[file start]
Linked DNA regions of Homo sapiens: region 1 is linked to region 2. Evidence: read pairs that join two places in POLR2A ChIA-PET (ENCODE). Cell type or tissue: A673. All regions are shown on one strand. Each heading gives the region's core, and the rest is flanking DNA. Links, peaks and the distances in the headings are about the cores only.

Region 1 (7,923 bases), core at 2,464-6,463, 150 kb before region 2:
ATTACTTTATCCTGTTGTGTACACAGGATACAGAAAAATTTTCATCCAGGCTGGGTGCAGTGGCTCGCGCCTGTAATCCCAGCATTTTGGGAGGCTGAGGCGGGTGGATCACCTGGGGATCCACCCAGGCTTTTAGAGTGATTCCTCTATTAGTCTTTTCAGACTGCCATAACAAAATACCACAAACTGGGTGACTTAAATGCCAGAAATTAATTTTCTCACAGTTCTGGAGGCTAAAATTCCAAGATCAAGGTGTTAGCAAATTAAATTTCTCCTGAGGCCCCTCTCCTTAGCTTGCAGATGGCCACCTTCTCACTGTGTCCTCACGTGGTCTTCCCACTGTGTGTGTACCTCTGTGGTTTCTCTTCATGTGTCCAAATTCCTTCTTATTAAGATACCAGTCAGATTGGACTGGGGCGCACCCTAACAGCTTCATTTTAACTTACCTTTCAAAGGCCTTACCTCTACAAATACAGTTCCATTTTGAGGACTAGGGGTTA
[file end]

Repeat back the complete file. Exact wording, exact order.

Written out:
Linked DNA regions of Homo sapiens: region 1 is linked to region 2. Evidence: read pairs that join two places in POLR2A ChIA-PET (ENCODE). Cell type or tissue: A673. All regions are shown on one strand. Each heading gives the region's core, and the rest is flanking DNA. Links, peaks and the distances in the headings are about the cores only.

Region 1 (7,923 bases), core at 2,464-6,463, 150 kb before region 2:
ATTACTTTATCCTGTTGTGTACACAGGATACAGAAAAATTTTCATCCAGGCTGGGTGCAGTGGCTCGCGCCTGTAATCCCAGCATTTTGGGAGGCTGAGGCGGGTGGATCACCTGGGGATCCACCCAGGCTTTTAGAGTGATTCCTCTATTAGTCTTTTCAGACTGCCATAACAAAATACCACAAACTGGGTGACTTAAATGCCAGAAATTAATTTTCTCACAGTTCTGGAGGCTAAAATTCCAAGATCAAGGTGTTAGCAAATTAAATTTCTCCTGAGGCCCCTCTCCTTAGCTTGCAGATGGCCACCTTCTCACTGTGTCCTCACGTGGTCTTCCCACTGTGTGTGTACCTCTGTGGTTTCTCTTCATGTGTCCAAATTCCTTCTTATTAAGATACCAGTCAGATTGGACTGGGGCGCACCCTAACAGCTTCATTTTAACTTACCTTTCAAAGGCCTTACCTCTACAAATACAGTTCCATTTTGAGGACTAGGGGTTA